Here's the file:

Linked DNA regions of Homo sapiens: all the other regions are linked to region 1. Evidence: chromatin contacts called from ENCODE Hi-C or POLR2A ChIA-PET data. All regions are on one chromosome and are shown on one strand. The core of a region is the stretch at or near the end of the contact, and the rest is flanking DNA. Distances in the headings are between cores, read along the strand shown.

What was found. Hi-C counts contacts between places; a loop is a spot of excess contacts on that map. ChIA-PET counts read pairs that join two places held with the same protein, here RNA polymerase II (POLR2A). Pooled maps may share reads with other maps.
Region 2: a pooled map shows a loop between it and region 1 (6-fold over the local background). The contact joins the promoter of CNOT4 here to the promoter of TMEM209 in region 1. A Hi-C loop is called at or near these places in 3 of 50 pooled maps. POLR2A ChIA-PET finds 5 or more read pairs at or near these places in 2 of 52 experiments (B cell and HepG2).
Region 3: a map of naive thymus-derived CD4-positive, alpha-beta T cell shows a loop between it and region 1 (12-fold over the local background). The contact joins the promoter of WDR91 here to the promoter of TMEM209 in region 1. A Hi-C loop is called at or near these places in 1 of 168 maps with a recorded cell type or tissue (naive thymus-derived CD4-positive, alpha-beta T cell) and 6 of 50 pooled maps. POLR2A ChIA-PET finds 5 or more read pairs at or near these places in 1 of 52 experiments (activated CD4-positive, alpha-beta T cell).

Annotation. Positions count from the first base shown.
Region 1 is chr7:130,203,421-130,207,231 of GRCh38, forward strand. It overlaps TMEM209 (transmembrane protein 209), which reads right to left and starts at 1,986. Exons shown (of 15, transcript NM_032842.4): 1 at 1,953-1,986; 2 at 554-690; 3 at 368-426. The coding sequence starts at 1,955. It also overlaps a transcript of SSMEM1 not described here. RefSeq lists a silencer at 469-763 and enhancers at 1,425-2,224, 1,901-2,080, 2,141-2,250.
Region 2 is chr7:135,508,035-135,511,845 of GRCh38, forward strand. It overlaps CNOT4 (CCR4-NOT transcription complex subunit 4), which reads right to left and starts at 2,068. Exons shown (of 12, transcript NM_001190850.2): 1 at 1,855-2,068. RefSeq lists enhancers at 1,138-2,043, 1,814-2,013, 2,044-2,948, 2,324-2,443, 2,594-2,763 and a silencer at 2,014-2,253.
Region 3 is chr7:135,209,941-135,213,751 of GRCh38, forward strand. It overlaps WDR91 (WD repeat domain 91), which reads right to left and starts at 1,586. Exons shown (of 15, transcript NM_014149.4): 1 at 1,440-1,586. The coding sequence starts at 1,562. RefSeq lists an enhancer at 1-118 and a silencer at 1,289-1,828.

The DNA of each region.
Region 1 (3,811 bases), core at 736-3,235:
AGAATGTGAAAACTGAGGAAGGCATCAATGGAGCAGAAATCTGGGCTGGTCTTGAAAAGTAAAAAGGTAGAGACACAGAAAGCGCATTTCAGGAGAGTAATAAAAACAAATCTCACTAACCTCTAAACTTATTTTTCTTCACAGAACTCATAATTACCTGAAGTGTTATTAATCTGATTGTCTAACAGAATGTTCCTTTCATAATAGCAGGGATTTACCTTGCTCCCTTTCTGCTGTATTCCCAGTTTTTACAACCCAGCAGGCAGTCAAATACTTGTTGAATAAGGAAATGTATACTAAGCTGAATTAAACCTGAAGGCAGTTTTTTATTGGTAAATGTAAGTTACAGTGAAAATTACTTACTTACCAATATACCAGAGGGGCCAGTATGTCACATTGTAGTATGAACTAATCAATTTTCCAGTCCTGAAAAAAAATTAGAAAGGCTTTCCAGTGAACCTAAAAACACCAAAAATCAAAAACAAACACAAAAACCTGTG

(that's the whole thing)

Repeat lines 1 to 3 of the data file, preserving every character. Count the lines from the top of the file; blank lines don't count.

Linked DNA regions of Homo sapiens: all the other regions are linked to region 1. Evidence: chromatin contacts called from ENCODE Hi-C or POLR2A ChIA-PET data. All regions are on one chromosome and are shown on one strand. The core of a region is the stretch at or near the end of the contact, and the rest is flanking DNA. Distances in the headings are between cores, read along the strand shown.

What was found. Hi-C counts contacts between places; a loop is a spot of excess contacts on that map. ChIA-PET counts read pairs that join two places held with the same protein, here RNA polymerase II (POLR2A). Pooled maps may share reads with other maps.
Region 2: a pooled map shows a loop between it and region 1 (6-fold over the local background). The contact joins the promoter of CNOT4 here to the promoter of TMEM209 in region 1. A Hi-C loop is called at or near these places in 3 of 50 pooled maps. POLR2A ChIA-PET finds 5 or more read pairs at or near these places in 2 of 52 experiments (B cell and HepG2).